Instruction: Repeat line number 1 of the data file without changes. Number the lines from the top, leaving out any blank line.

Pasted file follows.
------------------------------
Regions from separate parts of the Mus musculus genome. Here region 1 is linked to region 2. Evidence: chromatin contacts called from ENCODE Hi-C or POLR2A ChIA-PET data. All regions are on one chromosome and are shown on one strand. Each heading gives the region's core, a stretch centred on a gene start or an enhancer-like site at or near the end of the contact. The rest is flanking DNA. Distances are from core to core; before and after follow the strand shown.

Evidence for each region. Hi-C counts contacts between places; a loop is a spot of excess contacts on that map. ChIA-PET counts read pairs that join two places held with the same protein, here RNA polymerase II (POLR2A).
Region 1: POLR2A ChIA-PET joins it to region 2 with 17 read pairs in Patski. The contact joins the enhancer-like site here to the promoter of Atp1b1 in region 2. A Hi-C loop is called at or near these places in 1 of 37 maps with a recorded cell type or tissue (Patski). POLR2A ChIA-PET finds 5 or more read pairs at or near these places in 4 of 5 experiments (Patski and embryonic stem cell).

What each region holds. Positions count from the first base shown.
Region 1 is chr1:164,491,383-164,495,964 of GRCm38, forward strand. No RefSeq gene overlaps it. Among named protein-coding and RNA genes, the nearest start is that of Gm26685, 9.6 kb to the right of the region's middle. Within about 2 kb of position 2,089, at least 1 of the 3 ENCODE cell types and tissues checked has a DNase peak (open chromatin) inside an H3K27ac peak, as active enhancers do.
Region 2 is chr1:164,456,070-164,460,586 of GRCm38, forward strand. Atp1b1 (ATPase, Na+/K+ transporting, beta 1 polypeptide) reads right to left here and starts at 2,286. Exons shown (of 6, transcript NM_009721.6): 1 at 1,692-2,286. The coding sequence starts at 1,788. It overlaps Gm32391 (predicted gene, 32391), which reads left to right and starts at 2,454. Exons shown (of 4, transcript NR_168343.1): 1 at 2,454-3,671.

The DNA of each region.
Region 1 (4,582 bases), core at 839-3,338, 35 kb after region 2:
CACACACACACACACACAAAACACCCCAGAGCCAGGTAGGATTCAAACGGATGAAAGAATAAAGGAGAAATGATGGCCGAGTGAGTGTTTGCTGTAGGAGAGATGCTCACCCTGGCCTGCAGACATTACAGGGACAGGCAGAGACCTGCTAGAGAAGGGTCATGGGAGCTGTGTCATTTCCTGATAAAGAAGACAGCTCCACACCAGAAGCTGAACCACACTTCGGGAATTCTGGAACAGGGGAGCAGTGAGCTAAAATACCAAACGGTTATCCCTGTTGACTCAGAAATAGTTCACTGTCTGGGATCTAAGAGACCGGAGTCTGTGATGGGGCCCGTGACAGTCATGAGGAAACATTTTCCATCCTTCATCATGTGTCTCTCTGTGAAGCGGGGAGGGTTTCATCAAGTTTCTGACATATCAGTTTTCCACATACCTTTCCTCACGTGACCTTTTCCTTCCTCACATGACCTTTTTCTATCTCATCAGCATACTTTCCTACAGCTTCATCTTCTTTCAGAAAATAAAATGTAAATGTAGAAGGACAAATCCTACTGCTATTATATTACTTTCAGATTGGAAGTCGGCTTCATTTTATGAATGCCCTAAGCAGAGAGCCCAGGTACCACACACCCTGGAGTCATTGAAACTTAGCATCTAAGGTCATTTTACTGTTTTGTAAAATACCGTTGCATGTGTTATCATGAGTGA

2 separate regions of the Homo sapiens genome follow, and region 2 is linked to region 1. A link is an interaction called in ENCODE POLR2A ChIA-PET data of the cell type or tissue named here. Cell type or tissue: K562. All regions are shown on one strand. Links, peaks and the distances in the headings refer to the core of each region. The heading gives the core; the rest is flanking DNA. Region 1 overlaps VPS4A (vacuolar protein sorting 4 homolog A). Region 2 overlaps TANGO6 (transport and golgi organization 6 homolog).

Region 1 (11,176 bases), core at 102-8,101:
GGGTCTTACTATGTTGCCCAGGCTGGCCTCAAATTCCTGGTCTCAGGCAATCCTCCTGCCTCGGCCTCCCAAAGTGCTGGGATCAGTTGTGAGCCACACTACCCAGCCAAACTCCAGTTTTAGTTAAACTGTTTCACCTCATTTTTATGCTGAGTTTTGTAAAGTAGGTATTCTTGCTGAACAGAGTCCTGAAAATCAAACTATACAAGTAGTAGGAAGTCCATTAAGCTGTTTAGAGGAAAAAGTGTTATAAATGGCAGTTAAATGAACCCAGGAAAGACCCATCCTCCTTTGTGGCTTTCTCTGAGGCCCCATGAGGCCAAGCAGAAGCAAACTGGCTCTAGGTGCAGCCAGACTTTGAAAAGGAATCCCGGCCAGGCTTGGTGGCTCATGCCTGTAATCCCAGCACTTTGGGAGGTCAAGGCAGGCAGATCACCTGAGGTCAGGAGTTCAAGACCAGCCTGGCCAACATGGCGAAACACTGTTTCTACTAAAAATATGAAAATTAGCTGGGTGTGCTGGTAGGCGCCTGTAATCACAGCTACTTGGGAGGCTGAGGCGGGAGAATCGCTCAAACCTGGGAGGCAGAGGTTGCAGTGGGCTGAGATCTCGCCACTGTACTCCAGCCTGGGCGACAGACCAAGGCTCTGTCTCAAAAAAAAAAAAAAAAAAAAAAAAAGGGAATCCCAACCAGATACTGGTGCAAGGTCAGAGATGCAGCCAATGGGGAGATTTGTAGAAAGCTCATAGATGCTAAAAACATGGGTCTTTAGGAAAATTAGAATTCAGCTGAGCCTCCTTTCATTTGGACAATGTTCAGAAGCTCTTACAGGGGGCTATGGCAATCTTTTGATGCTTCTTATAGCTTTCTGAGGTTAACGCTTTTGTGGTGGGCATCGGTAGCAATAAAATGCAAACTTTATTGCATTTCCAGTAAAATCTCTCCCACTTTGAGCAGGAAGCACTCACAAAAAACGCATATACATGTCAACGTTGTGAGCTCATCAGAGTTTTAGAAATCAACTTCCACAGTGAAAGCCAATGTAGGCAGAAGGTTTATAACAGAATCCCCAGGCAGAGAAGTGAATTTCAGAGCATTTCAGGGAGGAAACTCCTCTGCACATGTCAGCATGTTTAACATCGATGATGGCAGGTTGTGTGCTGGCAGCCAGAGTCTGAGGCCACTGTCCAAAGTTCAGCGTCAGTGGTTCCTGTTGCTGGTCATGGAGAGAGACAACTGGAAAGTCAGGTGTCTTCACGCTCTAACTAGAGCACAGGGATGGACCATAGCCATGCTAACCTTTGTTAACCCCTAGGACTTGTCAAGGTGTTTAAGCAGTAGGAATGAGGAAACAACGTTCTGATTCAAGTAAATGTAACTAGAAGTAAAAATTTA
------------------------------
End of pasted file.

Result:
Regions from separate parts of the Mus musculus genome. Here region 1 is linked to region 2. Evidence: chromatin contacts called from ENCODE Hi-C or POLR2A ChIA-PET data. All regions are on one chromosome and are shown on one strand. Each heading gives the region's core, a stretch centred on a gene start or an enhancer-like site at or near the end of the contact. The rest is flanking DNA. Distances are from core to core; before and after follow the strand shown.